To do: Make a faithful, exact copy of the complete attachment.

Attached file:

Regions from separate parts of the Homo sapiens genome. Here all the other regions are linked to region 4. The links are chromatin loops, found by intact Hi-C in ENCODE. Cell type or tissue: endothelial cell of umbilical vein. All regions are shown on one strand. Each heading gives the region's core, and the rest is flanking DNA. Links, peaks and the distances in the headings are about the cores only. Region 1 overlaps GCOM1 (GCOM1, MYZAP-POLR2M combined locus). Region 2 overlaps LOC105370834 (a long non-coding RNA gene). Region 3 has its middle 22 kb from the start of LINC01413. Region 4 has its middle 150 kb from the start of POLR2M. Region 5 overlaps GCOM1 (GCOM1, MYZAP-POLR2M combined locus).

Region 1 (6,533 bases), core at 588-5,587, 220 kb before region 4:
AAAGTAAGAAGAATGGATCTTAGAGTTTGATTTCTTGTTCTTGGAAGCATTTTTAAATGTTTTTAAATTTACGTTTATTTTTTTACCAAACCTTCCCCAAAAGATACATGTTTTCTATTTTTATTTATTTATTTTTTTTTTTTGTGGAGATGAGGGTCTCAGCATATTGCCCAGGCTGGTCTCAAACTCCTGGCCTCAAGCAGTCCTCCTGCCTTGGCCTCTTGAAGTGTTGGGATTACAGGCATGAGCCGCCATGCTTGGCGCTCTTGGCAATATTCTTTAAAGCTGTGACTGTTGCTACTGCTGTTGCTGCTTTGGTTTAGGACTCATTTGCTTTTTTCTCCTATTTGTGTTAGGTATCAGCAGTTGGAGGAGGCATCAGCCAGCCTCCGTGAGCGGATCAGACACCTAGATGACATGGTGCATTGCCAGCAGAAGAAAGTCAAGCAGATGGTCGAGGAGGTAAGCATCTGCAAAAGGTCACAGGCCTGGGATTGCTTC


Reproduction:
Regions from separate parts of the Homo sapiens genome. Here all the other regions are linked to region 4. The links are chromatin loops, found by intact Hi-C in ENCODE. Cell type or tissue: endothelial cell of umbilical vein. All regions are shown on one strand. Each heading gives the region's core, and the rest is flanking DNA. Links, peaks and the distances in the headings are about the cores only. Region 1 overlaps GCOM1 (GCOM1, MYZAP-POLR2M combined locus). Region 2 overlaps LOC105370834 (a long non-coding RNA gene). Region 3 has its middle 22 kb from the start of LINC01413. Region 4 has its middle 150 kb from the start of POLR2M. Region 5 overlaps GCOM1 (GCOM1, MYZAP-POLR2M combined locus).

Region 1 (6,533 bases), core at 588-5,587, 220 kb before region 4:
AAAGTAAGAAGAATGGATCTTAGAGTTTGATTTCTTGTTCTTGGAAGCATTTTTAAATGTTTTTAAATTTACGTTTATTTTTTTACCAAACCTTCCCCAAAAGATACATGTTTTCTATTTTTATTTATTTATTTTTTTTTTTTGTGGAGATGAGGGTCTCAGCATATTGCCCAGGCTGGTCTCAAACTCCTGGCCTCAAGCAGTCCTCCTGCCTTGGCCTCTTGAAGTGTTGGGATTACAGGCATGAGCCGCCATGCTTGGCGCTCTTGGCAATATTCTTTAAAGCTGTGACTGTTGCTACTGCTGTTGCTGCTTTGGTTTAGGACTCATTTGCTTTTTTCTCCTATTTGTGTTAGGTATCAGCAGTTGGAGGAGGCATCAGCCAGCCTCCGTGAGCGGATCAGACACCTAGATGACATGGTGCATTGCCAGCAGAAGAAAGTCAAGCAGATGGTCGAGGAGGTAAGCATCTGCAAAAGGTCACAGGCCTGGGATTGCTTC